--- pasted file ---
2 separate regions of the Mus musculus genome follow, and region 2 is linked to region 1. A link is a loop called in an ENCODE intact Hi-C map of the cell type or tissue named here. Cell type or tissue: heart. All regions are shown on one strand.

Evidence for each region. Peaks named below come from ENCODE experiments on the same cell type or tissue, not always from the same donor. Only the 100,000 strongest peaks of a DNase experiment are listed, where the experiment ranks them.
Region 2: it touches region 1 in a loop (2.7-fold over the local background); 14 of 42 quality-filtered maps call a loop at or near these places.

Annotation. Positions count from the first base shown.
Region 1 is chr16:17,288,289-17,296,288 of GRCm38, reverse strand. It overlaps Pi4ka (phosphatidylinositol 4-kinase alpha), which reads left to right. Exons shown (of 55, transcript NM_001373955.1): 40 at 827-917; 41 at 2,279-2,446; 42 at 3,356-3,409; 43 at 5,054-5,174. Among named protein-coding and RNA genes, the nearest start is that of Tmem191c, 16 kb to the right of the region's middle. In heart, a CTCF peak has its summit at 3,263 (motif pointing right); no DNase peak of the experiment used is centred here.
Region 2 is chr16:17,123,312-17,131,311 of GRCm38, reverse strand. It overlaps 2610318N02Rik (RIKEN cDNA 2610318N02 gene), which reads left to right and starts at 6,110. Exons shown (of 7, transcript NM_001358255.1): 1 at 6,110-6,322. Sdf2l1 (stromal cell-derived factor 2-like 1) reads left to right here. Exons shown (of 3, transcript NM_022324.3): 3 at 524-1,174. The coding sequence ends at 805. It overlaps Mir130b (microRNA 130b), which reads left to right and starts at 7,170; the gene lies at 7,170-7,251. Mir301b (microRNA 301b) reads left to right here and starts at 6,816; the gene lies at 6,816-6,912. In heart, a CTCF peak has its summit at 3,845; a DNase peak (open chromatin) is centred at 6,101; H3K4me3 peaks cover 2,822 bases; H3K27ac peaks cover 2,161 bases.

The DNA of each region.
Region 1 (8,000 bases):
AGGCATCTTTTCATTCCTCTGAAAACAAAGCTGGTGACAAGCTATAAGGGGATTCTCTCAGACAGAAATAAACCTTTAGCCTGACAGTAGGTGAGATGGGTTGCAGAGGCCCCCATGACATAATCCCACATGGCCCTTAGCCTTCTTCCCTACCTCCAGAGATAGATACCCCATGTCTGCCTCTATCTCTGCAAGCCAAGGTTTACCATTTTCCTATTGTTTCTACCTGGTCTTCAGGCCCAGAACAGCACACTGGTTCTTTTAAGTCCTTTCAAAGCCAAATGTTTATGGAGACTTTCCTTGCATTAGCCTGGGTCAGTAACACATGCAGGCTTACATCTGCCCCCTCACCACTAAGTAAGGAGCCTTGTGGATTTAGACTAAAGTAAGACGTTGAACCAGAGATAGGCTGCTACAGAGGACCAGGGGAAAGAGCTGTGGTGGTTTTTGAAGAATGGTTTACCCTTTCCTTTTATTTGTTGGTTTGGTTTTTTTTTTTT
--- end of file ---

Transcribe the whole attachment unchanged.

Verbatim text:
2 separate regions of the Mus musculus genome follow, and region 2 is linked to region 1. A link is a loop called in an ENCODE intact Hi-C map of the cell type or tissue named here. Cell type or tissue: heart. All regions are shown on one strand.

Evidence for each region. Peaks named below come from ENCODE experiments on the same cell type or tissue, not always from the same donor. Only the 100,000 strongest peaks of a DNase experiment are listed, where the experiment ranks them.
Region 2: it touches region 1 in a loop (2.7-fold over the local background); 14 of 42 quality-filtered maps call a loop at or near these places.

Annotation. Positions count from the first base shown.
Region 1 is chr16:17,288,289-17,296,288 of GRCm38, reverse strand. It overlaps Pi4ka (phosphatidylinositol 4-kinase alpha), which reads left to right. Exons shown (of 55, transcript NM_001373955.1): 40 at 827-917; 41 at 2,279-2,446; 42 at 3,356-3,409; 43 at 5,054-5,174. Among named protein-coding and RNA genes, the nearest start is that of Tmem191c, 16 kb to the right of the region's middle. In heart, a CTCF peak has its summit at 3,263 (motif pointing right); no DNase peak of the experiment used is centred here.
Region 2 is chr16:17,123,312-17,131,311 of GRCm38, reverse strand. It overlaps 2610318N02Rik (RIKEN cDNA 2610318N02 gene), which reads left to right and starts at 6,110. Exons shown (of 7, transcript NM_001358255.1): 1 at 6,110-6,322. Sdf2l1 (stromal cell-derived factor 2-like 1) reads left to right here. Exons shown (of 3, transcript NM_022324.3): 3 at 524-1,174. The coding sequence ends at 805. It overlaps Mir130b (microRNA 130b), which reads left to right and starts at 7,170; the gene lies at 7,170-7,251. Mir301b (microRNA 301b) reads left to right here and starts at 6,816; the gene lies at 6,816-6,912. In heart, a CTCF peak has its summit at 3,845; a DNase peak (open chromatin) is centred at 6,101; H3K4me3 peaks cover 2,822 bases; H3K27ac peaks cover 2,161 bases.

The DNA of each region.
Region 1 (8,000 bases):
AGGCATCTTTTCATTCCTCTGAAAACAAAGCTGGTGACAAGCTATAAGGGGATTCTCTCAGACAGAAATAAACCTTTAGCCTGACAGTAGGTGAGATGGGTTGCAGAGGCCCCCATGACATAATCCCACATGGCCCTTAGCCTTCTTCCCTACCTCCAGAGATAGATACCCCATGTCTGCCTCTATCTCTGCAAGCCAAGGTTTACCATTTTCCTATTGTTTCTACCTGGTCTTCAGGCCCAGAACAGCACACTGGTTCTTTTAAGTCCTTTCAAAGCCAAATGTTTATGGAGACTTTCCTTGCATTAGCCTGGGTCAGTAACACATGCAGGCTTACATCTGCCCCCTCACCACTAAGTAAGGAGCCTTGTGGATTTAGACTAAAGTAAGACGTTGAACCAGAGATAGGCTGCTACAGAGGACCAGGGGAAAGAGCTGTGGTGGTTTTTGAAGAATGGTTTACCCTTTCCTTTTATTTGTTGGTTTGGTTTTTTTTTTTT